Idling behind the cover of a small hill less than five kilometres from the Russian front line in Ukraine’s southeastern Donbas region, Master Sergeant Lishy is effusive about the mud-caked tank he calls “Baby.”
“It’s a lifesaver,” he says affectionately of the Soviet-designed T-64 that he has repeatedly driven into battle through the muddy plains of Donbas over the past four months, recently sustaining damage when a Russian mortar shell knocked off part of its front left track. “I feel not just an emotional connection, but a living connection to it. It’s saved us from such hell that you can’t imagine.”
And yet Lishy, who commands a squad of three tanks fighting on the southern part of the front line, near the city of Velika Novosilka, can’t wait to trade “Baby” in for one of the dozens of Leopard 2 main battle tanks that Canada and other NATO allies are now starting to deliver to Ukraine.
“This tank has bad scopes, bad manoeuvrability, bad speed. It’s a tank designed in the 1960s,” Lishy says as artillery resounds somewhere nearby. “Western tanks, Leopard 2s, these are a totally different generation. It’s like cars. This is an old Soviet Lada, and that’s a modern Mercedes.”
Lishy is the nom de guerre of a bearded 28-year-old from the northern city of Zhytomyr who has been driving tanks since 2013. Ukrainian troops are only allowed to be identified by their code names when speaking to the media.
A member of Ukraine’s elite First Tank Brigade, Lishy predicts that the arrival of the Leopards will be “battle-changing” in Donbas, where tanks are deployed in large numbers along both sides of a swerving front line that is hundreds of kilometres long. Until now, Ukraine has relied on Soviet-era tanks such as the T-64 and T-72, many of which were built in factories in Ukraine.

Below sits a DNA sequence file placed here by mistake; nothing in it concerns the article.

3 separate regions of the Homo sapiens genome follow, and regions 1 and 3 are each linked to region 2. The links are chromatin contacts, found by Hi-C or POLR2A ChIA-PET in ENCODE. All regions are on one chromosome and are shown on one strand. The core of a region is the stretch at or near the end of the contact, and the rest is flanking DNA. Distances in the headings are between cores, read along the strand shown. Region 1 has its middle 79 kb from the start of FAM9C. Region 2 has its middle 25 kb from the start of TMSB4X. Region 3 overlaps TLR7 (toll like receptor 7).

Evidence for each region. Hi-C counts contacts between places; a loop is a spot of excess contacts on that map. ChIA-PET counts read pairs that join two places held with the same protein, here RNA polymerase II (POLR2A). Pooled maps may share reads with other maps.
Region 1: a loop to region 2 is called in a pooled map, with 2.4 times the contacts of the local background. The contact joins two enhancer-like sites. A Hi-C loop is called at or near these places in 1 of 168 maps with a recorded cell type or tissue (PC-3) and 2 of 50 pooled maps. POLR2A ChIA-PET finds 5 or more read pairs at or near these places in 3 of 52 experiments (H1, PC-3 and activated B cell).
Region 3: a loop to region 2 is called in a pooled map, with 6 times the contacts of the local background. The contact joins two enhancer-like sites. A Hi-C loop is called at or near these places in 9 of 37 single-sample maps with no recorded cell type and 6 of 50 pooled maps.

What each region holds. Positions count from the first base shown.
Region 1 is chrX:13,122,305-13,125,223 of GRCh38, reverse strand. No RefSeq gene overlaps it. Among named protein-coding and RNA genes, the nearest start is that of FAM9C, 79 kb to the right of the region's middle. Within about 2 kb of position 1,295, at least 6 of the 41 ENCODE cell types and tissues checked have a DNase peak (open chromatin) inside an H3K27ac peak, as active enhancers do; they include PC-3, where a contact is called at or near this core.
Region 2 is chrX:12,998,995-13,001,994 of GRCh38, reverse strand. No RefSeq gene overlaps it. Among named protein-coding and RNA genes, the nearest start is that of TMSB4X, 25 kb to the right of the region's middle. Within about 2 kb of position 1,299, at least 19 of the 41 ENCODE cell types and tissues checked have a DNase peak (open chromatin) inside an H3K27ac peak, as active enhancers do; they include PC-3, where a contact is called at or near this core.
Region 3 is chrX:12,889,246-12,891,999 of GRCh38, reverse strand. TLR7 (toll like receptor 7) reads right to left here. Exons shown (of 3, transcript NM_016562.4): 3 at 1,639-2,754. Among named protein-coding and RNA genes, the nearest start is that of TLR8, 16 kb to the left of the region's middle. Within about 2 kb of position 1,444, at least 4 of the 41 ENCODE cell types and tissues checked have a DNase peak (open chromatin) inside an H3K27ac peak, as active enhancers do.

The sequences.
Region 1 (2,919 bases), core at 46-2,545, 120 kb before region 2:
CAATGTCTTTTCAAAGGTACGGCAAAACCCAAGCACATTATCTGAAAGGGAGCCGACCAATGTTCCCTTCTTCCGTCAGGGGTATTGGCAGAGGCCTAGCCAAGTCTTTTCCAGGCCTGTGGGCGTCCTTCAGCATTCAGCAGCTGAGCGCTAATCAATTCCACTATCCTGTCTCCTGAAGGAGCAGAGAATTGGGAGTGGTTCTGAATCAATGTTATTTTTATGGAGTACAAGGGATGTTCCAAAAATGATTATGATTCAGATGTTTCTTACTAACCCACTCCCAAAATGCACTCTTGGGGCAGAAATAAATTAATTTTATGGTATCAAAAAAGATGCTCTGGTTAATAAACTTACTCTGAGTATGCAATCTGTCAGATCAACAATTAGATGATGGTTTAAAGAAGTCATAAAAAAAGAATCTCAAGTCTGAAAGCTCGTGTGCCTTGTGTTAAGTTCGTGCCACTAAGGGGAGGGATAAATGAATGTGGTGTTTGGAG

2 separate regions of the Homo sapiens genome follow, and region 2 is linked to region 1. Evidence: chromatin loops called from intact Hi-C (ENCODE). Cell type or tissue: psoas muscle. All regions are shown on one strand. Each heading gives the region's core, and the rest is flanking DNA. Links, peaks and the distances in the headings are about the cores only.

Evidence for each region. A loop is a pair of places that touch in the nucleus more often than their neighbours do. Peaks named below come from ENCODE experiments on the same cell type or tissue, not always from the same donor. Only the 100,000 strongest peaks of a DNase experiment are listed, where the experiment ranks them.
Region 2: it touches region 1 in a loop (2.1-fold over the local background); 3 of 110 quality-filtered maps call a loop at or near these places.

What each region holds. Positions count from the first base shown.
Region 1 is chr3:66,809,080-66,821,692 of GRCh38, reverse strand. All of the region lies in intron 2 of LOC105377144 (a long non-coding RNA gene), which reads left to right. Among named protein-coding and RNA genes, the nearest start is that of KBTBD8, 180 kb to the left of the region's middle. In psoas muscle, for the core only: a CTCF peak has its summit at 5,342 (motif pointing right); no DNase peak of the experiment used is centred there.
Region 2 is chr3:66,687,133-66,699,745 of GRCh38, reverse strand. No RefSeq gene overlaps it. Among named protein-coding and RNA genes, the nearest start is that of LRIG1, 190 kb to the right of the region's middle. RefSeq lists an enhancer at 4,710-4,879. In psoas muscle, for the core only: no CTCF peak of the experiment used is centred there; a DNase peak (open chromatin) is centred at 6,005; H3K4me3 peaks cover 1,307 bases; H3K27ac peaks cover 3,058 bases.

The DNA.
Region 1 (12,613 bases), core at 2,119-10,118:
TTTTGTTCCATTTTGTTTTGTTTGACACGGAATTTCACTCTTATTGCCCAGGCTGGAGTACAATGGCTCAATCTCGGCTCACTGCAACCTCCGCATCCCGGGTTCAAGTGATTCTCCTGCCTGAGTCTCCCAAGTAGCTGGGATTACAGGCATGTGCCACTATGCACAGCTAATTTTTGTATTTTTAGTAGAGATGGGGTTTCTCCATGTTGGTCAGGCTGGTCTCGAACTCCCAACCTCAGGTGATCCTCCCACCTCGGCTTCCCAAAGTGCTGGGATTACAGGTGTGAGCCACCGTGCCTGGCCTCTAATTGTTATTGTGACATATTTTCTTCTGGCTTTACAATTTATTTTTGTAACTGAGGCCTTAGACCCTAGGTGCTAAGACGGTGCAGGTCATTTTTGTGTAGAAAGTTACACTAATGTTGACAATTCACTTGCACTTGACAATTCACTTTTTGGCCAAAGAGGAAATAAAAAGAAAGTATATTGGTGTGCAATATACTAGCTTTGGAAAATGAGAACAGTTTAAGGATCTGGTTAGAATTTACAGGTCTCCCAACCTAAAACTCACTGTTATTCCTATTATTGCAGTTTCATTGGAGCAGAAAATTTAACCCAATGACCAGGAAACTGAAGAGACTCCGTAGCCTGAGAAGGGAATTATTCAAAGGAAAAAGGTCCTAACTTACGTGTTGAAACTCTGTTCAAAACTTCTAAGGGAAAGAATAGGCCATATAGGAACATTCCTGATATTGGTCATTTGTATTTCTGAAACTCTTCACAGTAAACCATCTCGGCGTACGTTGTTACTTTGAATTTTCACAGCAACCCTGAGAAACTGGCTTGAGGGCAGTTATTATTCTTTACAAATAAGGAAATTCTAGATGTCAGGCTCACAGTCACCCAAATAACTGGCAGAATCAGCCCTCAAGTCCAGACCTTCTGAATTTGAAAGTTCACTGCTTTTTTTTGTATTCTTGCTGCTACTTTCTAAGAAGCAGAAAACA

Some of Lishy’s comrades in the First Tank Brigade are already in Germany, training to use the Leopards, which have a top speed of 70 kilometres an hour, compared with the 60 kilometres an hour of the T-64s. The Leopards also have a vastly superior targeting system.
“If I can look at that tree line over there and see whether that’s a fox or a person with a rocket-propelled grenade, it changes things,” says Lishy, who had hoped to be among the first group sent for training in Germany. “They told me I had to stay and fight.”
Poland, which was the first country to send tanks to Ukraine, announced on Tuesday that it would deliver 10 more Leopards this week, adding to the four it has already delivered. Four of the eight Leopards promised by Canada are now in Poland, where Canadian Forces troops are teaching Ukrainian drivers how to operate them, and the other four are en route.
In total, Ukraine is expecting its NATO allies to deliver between 120 and 140 modern battle tanks over the coming weeks and months. Most are the German-made Leopard 2s, while the United States has promised 31 of its advanced Abrams tanks, and Britain is sending 14 of its domestically produced Challenger 2s.
Sergeant Orest Firmanyuk, the press officer for the First Tank Brigade, said the new armour is expected to be spread out among various Ukrainian units rather than concentrated into a single brigade. The Leopards, Abrams and Challengers, he said, would allow Ukraine – which for the past two months has largely been on the defensive – to attempt a counterattack aimed at driving the invading Russian troops out of the roughly 15 per cent of Ukrainian territory they currently hold. “Tanks are offensive weapons,” he said.